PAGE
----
• Bergendang (Drumming)
In the traditional musical performances of the Malay community in Sarawak, it is the womenfolk who play the gendang or drums. Seated behind a screen, they drum out their beats in rhythm to songs sung by young maidens and dances performed by men.
• Wayang Kulit (Shadow Play)
Wayang Kulit is a traditional theater art-form using puppets and shadow-play to tell the epic tales of the Ramayana. The puppets are made of buffalo hide and mounted on bamboo sticks. There may be as many as 45 puppets - handled entirely by a single master puppeteer, known as the Tok Dalang.
• Maggagong (Gong Ensembles)
Brass or bronze gong ensembles form an inherent part of Sabah's ethnic music. The melody varies from district to district. The Kadazan Dusun group include six songs and a drum called the sopogogungan (Penampang) in their musical composition while the Bajau from Kota Belud add kulintangan, a set of kettle-bedded gongs.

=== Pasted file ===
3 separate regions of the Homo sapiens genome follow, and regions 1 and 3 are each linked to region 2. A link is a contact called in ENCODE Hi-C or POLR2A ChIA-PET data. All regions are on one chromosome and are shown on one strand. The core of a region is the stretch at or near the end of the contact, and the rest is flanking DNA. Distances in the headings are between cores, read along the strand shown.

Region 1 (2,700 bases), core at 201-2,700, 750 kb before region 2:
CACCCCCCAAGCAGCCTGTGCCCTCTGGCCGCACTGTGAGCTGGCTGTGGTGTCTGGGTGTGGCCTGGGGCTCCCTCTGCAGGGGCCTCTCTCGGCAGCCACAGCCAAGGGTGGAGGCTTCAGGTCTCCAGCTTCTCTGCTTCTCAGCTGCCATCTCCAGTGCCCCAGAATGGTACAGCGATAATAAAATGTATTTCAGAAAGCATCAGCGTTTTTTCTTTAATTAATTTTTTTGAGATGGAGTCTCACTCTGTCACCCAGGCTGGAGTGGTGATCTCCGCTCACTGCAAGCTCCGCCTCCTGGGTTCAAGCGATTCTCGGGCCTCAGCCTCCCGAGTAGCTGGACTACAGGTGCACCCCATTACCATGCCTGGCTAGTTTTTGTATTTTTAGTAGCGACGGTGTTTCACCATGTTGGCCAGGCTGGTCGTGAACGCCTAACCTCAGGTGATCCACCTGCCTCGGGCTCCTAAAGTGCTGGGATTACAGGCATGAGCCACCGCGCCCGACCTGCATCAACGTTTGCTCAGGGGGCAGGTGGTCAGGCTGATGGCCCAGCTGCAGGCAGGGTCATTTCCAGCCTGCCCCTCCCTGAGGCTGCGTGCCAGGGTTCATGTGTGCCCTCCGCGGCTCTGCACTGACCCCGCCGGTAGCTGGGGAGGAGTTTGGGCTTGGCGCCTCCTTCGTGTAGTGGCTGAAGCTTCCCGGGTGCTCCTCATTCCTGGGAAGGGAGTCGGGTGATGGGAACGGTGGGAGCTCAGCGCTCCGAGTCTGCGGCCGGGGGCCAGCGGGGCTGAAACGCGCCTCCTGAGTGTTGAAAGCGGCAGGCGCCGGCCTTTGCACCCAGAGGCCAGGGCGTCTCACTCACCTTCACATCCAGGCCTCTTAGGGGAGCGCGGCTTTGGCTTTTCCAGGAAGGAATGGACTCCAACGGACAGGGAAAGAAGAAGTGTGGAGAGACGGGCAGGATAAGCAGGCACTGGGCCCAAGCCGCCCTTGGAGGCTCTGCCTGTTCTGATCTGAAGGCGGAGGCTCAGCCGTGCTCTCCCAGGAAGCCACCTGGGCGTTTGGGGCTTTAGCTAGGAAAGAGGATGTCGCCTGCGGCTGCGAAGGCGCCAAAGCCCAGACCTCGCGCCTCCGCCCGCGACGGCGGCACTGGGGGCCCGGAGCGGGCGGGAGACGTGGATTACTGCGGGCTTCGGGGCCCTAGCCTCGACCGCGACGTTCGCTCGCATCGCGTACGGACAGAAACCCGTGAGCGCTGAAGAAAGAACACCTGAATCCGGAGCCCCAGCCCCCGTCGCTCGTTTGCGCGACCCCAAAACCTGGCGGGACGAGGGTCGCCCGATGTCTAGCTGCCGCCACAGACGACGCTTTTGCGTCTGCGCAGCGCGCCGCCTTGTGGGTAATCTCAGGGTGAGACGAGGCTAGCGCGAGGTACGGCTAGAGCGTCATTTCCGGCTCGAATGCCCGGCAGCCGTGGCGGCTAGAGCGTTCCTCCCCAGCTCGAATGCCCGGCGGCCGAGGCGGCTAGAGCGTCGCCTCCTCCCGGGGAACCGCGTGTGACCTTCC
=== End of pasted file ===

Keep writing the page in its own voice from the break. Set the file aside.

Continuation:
• Bunga Malai (Garland Making)
Flowers form an integral part of the cultural heritage of Malaysian Indians for religious occasions, weddings, moving house, or welcoming an important guest. Flowers, holy basil, and the leaves of the margosa or mango tree are strung together to form a malai or garland. They are done in different styles to suit each particular occasion.
• Sumpit (Blow Pipe)
The tribal people of Sarawak are known for their magnificent hunting skills. They are aided by the sumpit, a six-foot long wooden blowpipe with a poisoned or a barbed tip. One quick puff sends the dart (sometimes twenty-yards away) to the victim, usually a wild pig, deer, or bird.
• Silat (The Malay Art of Self defense)
Silat, the Malay art of self-defense combines a series of supple movements, which enables a person to defend himself under provocation. The aim of silat is to instill confidence in oneself in the face of adversity. Occasionally, a keris (small dagger) may be used.
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